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Three chief information officers on the challenges—and opportunities—they face
Wall Street Journal, 4/25/11
The role of today’s chief information officer is a lot different than in used to be.
Once the CIO oversaw an IT department that ran a company’s servers, ordered computer equipment and reset employees’ forgotten passwords. They still do this, of course, but now, as technology becomes central to every department from marketing to manufacturing, CIOs are becoming key participants in nearly every business decision. They’re also sharing control over technology purchases with other departments and even with the rank and file, who increasingly are bringing their own tech gear to work.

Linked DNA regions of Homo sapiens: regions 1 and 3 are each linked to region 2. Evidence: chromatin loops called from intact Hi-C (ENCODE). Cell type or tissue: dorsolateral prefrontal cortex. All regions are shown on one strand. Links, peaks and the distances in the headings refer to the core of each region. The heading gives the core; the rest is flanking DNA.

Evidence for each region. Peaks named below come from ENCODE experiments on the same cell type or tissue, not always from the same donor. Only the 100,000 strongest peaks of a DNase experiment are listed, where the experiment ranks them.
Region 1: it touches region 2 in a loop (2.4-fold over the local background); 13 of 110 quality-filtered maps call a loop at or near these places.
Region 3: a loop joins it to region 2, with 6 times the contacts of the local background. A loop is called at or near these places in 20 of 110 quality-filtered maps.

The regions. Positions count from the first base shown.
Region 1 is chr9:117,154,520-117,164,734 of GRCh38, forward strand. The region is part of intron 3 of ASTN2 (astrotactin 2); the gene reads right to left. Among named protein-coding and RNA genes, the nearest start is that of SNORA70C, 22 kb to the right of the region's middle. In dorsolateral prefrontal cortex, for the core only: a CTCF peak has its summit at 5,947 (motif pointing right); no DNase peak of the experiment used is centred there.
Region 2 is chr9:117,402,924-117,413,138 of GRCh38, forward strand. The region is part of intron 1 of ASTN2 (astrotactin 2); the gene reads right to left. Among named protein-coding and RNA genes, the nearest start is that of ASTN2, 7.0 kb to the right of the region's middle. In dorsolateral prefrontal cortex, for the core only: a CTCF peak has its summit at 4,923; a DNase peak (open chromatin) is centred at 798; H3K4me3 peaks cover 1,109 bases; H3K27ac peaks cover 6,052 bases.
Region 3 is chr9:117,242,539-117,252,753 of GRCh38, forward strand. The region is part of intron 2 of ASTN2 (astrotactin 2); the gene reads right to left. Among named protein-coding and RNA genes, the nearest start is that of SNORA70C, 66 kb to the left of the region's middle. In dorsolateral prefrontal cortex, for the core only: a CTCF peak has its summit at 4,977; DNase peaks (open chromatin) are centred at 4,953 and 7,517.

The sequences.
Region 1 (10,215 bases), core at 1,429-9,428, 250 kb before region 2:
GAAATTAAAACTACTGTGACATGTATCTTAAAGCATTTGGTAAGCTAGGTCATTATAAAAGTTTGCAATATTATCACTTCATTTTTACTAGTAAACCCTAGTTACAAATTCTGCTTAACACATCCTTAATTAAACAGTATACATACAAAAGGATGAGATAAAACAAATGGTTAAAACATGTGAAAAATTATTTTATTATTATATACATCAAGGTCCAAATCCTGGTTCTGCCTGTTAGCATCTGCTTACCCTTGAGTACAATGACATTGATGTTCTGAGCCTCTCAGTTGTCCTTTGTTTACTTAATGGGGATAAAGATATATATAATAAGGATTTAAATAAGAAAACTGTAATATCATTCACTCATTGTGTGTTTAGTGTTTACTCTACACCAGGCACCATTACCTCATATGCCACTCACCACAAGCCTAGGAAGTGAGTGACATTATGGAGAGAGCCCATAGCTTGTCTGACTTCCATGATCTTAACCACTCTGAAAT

The Wall Street Journal recently held a roundtable among three CIOs whose IT organizations are considered by analysts to be among the savviest. Participating were Norm Fjeldheim, senior vice president and chief information officer for Qualcomm Inc., a wireless-technology company in San Diego; Filippo Passerini, president of global business services and CIO at Procter & Gamble, Co., a global consumer-products company based in Cincinnati; and Frank Wander, senior vice president and CIO at Guardian Life Insurance Co. of America, New York. Here are edited excerpts of their conversation.